I recently stumbled upon an entire blog post about people who dislike tipping servers.  And I get it.  Going out to eat isn’t cheap to begin with, and tipping your server can make the price of your meal climb considerably.

Add that to the fact that it is sometimes hard to know how much to tip.  For example, is the standard tip still 15 percent?  Or is it 20?  Also, how much should you tip at a buffet?  I usually err on the side of not being an asshole, but I can see how the whole act of tipping could be confusing to some people.

Regardless, the blog post I’m talking about wasn’t a debate on what constitutes a good tip.  It was about the entire act of tipping and the fact that many employers see tips as a reason to pay less than a living wage.  I’m not going to link to the article in question because a) the person who wrote it is an asshole, and b) I don’t want to give them any traffic, but I will share the basic premise of the post in order to provide some background for this one.

Their Argument

The author started by arguing that minimum wage has not kept up with inflation, and how it is unfair to the people who work these jobs.  I agree wholeheartedly with that argument.  Minimum wage was $5.15 when I was a senior in high school, and now- 15 years later- it is only $7.25.  In the meantime, the cost of everything has increased astronomically.  Truth be told, I don’t really see how minimum wage workers get by at all.

The author went on to say that people who work for tips might even have it worse than minimum wage workers.  That’s because, according to the author, servers may not be guaranteed any type of wage.  Since they depend on the kindness of others for their livelihood, they often get the shaft.

I agree with that too.  I worked as a server off and on for a decade, and I absolutely hated working for tips.  I think I was paid something like $2.15 per hour, which meant that no tips= no income.

But then the argument turns into one I cannot understand.  Basically, the blogger in question argues that we should all boycott tipping by- you guessed it- stiffing servers.

Because nothing says “I believe in a living wage” quite like stiffing the very people you are supposedly advocating for.

Why It’s Wrong to Stiff Your Server

As someone who worked in hellholes like Denny’s, Applebees, and Outback Steakhouse over the years, this infuriates me.  Here’s why:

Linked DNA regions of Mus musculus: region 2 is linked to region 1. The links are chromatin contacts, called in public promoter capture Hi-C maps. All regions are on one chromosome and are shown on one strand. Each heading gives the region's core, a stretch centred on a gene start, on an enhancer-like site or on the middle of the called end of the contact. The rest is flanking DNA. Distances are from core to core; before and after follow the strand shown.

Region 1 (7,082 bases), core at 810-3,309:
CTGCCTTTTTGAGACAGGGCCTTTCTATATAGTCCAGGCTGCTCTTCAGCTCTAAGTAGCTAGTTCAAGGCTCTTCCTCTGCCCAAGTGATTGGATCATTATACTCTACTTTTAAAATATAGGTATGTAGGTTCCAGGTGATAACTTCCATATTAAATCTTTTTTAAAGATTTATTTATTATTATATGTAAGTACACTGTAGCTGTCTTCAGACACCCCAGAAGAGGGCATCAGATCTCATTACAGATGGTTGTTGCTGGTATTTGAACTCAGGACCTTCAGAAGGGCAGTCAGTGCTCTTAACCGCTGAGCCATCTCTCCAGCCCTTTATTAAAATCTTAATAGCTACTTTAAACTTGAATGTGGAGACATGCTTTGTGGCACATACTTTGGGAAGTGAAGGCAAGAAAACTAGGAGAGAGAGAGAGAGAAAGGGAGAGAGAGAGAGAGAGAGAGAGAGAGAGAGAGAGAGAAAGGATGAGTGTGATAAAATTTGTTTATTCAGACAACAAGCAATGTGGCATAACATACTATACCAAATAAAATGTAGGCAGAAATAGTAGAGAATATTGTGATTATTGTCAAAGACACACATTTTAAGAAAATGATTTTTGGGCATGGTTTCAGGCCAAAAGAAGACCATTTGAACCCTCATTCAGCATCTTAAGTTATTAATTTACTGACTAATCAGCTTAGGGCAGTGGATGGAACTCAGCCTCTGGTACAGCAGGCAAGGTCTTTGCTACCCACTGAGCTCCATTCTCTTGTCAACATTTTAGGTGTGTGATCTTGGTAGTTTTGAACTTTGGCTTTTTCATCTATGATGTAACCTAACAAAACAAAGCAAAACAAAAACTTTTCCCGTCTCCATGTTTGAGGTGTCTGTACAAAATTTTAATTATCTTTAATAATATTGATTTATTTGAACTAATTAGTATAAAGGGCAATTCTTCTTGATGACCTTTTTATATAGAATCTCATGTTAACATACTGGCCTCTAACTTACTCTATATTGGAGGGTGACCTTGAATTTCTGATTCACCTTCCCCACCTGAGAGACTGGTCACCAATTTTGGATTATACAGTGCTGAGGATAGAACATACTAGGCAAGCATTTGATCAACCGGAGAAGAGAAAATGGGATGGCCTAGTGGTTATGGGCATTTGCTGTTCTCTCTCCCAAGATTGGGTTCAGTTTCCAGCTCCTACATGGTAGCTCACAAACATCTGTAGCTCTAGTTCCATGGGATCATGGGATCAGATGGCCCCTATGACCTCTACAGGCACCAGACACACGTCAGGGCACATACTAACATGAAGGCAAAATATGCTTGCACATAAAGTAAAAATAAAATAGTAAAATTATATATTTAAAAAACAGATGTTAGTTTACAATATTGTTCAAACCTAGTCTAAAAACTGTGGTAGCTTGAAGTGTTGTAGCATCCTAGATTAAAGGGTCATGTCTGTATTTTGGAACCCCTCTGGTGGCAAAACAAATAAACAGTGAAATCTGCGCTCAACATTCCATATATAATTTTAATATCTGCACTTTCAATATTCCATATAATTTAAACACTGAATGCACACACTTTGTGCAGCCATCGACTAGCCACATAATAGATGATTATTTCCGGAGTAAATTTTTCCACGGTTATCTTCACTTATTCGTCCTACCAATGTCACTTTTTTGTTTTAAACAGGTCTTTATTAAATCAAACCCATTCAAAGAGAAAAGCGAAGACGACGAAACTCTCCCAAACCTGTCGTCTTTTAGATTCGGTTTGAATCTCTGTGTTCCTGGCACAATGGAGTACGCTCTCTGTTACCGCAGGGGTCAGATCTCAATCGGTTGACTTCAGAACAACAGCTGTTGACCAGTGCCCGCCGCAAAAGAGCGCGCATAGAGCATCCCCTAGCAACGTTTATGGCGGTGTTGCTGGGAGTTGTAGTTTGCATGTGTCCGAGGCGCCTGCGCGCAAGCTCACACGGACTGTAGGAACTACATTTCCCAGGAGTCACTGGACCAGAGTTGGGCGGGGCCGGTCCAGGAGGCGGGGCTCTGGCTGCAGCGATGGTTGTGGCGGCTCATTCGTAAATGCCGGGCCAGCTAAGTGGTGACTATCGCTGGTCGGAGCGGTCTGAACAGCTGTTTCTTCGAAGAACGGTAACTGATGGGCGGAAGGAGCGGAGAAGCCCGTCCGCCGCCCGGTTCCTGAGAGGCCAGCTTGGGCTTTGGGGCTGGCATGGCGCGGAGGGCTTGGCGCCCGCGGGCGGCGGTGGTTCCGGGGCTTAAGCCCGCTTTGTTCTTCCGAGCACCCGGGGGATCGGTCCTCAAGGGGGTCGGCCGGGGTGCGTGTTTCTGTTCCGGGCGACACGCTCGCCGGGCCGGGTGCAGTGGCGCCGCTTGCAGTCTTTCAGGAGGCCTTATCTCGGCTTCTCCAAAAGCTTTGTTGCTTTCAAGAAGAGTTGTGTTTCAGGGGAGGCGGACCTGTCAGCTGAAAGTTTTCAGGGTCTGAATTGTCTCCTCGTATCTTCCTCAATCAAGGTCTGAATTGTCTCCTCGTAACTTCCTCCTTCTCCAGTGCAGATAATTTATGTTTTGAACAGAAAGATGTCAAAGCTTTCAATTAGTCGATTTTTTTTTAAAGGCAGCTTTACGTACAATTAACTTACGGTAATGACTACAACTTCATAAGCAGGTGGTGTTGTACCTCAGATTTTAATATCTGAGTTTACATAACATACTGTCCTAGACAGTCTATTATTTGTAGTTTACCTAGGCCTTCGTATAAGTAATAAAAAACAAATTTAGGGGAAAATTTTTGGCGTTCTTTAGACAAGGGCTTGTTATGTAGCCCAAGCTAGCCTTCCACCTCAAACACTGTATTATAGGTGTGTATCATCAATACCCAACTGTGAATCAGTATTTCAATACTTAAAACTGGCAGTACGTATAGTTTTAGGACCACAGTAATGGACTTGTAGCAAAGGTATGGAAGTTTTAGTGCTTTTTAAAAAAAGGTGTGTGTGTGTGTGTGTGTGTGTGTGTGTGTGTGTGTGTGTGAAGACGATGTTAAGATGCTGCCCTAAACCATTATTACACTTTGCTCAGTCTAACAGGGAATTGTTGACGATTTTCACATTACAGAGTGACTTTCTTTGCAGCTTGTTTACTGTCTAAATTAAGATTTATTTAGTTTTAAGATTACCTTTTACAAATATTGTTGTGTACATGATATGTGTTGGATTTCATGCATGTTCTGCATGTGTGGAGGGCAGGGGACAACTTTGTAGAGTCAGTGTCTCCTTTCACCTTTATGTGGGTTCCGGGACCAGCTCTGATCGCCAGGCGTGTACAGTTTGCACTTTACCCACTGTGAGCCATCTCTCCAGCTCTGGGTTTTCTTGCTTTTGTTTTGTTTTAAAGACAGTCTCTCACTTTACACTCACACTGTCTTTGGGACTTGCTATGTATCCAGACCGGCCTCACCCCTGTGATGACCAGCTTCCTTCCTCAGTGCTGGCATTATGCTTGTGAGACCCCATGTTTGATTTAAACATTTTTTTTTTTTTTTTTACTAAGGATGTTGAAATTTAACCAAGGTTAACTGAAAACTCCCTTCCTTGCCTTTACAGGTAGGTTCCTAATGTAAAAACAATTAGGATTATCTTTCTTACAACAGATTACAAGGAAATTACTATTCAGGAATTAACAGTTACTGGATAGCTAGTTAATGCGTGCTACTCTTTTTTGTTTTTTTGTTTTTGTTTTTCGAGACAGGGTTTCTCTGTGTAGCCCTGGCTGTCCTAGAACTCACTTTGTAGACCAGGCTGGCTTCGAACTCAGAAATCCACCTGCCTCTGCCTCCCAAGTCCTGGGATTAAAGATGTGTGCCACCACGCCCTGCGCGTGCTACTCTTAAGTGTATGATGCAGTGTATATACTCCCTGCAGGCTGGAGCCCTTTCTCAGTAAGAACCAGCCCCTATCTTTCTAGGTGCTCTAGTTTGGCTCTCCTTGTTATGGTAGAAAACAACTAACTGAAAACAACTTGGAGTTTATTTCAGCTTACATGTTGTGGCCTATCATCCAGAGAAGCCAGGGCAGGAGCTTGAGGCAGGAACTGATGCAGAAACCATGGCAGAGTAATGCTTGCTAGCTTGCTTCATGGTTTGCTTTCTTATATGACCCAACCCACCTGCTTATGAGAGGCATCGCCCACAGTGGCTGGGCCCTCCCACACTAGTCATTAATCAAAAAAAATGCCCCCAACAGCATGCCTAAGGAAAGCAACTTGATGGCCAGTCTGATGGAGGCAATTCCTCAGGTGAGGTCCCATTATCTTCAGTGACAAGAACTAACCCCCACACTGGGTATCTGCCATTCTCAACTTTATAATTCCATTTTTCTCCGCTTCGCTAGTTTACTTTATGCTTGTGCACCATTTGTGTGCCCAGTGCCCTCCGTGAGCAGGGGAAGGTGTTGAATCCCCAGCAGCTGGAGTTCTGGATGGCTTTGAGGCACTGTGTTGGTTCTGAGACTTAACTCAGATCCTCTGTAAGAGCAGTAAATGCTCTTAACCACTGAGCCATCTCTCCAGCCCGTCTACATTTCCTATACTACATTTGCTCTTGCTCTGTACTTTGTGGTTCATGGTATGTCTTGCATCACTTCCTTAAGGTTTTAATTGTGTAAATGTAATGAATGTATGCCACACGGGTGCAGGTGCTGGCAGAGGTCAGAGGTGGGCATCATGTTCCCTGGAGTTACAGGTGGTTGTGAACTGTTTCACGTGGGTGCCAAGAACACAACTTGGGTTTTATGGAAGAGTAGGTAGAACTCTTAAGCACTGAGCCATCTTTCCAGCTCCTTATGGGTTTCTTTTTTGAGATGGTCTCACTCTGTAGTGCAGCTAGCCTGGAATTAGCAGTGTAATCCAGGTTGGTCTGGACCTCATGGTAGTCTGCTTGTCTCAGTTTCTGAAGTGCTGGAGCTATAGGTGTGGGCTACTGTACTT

Servers Don’t Always Keep Their tips

My last serving job was at Outback Steakhouse over a decade ago.  I actually liked working there, but I hated one aspect of the job in particular- tip sharing.  Because we needed to share our tips with bussers and hosts, we had to give 3 percent of our sales back to the house- whether we were tipped or not. So when someone failed to tip me, I actually paid to wait on them. 

Servers Don’t Want to Work for Free

Believe it or not, servers actually have better things to do than wait on your ass for free.  And when you sit in their section and fail to tip them, you’re keeping them from earning tips from people who might actually pay them.

Raise your hand if you like working for free!  <insert crickets here>

You’re Punishing the Wrong Person

I can’t believe this needs to be explained, but I’ll do it regardless.  When you patronize a restaurant then stiff your server, you’re not “sticking it to the man.”  You’re punishing a low-wage worker.

What To Do if You Are Morally Opposed to Tipping Servers

Still confused?  For those of you who just can’t grasp the concept, I created a list of things you can do if you are morally opposed to tipping servers (whatever the reason):

  • Eat at home

If nothing on that list works for you, consider eating at restaurants where employees don’t generally work for tips.  Some examples include fast food restaurants like McDonald’s, Arby’s, and Subway.  You could also choose to eat your dinner at a casual dining restaurant that functions without servers, such as Panera Bread, Chipotle, QDoba, or Moe’s Southwest Grill.

Whatever you do, don’t visit a sit-down restaurant then refuse to tip based on some misguided passion for the plight of low-wage workers.

If you do, please know that you’re not helping- you’re being an asshole.

Are you morally opposed to tipping servers?